Taking your client to a restaurant: When taking your client to a restaurant, and you wish to pick up the check, you’ll have to ask the waiter for it. In most countries in Latin America it’s generally considered rude to bring a check without you first requesting it. However, in Latin America the invitee normally does not pay the check and doing so may be an insult to your host. Also, in Chile, it’s good etiquette to pour the wine with your right hand and to hold a wine glass by the stem. Lastly, and most importantly, don’t leave right away after finishing dinner. It’s considered rude and implies that you were only at the restaurant for the food. Instead, stay and have a casual conversation after dinner. It’s considered good etiquette.

Unlike Germany, it’s acceptable to eat many foods in Latin America with your fingers.  These include tacos, churros, and the like. If you try and eat these with a fork and knife you may be perceived as being snobbish. Also, if you have to go to the bathroom, do it before the meal. Excusing yourself to go to the bathroom during a meal is frowned upon and is considered to be rude.

I’m from America: Don’t say you’re from America or use phrases which only have the word America in them if you’re referring to the United States. Instead, say or use the term United States. To Latin Americans, America is a continent which includes more than the United States. Subsequently, they feel that everyone born on the continent are Americans. When we call ourselves Americans, versus North Americans, for example, they feel it’s egotistical.

Chit-Chat: Unlike some European countries, chit-chat is acceptable in business meetings as both sides try and get to know each other. This helps establish rapport. However, getting to know one another prior to a business meeting is more popular among older Latin Americans. They generally place a greater emphasis on trust and loyalty than younger members of their society. The younger generation are less concerned about the social aspect of business and are generally focused on the transaction itself.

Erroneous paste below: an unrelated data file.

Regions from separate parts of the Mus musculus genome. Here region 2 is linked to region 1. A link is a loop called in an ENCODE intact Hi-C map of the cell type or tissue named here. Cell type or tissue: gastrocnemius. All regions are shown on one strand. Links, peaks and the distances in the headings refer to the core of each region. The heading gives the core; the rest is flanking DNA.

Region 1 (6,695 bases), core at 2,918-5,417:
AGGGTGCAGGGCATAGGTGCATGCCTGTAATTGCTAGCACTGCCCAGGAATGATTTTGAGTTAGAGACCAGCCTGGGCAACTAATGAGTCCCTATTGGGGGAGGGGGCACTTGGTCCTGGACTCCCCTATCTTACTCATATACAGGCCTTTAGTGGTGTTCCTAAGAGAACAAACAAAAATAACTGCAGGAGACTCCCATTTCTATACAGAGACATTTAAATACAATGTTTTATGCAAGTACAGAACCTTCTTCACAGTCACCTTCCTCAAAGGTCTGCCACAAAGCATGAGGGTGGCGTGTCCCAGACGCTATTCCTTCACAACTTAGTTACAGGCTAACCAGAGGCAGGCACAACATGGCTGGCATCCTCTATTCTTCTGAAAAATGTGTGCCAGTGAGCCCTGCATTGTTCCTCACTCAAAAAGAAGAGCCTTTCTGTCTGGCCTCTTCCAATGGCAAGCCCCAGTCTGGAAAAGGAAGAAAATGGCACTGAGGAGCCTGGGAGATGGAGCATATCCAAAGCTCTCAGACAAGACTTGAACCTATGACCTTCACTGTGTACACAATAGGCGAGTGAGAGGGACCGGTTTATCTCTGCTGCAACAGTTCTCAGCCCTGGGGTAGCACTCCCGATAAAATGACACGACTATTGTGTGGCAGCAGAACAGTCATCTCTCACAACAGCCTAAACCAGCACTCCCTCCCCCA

Some don’ts: Don’t talk about the drug trade when you’re in Colombia. Don’t ever refer to someone as an “Indian” in Ecuador unless they consider themselves as such. Also in Ecuador, don’t try and dress in their traditional attire as they may feel you’re trying to mock them. This also applies to Ecuadorians living in the city. Only natives dress in such attire. Don’t discuss differences between the U.S. and Mexico or racial or ethnic issues in Mexico. Don’t mention the Shining Path guerilla movement when in Peru. Don’t, or do, give someone in Brazil a gift (such as a jersey) with the number 24 on it as that number is strongly associated with homosexuality. Don’t forget to offer a cigarette to someone in Chile if they’re with you while you’re smoking. If you do, they’re likely to chide you for this neglect by saying: Did you learn to smoke in jail?

Attire: Latin Americans tend to dress well and expect others to do the same. Shorts on adult males is pretty much the exception, rather than the rule, except when worn in recreational areas such as beaches, pools, and parks. When attending a business meeting you almost can’t go wrong by wearing formal attire – a suit and tie. Even if the other side doesn’t wear a tie, which they most likely will, wearing a tie is seen as both a sign of professionalism and a sign of respect for the other party.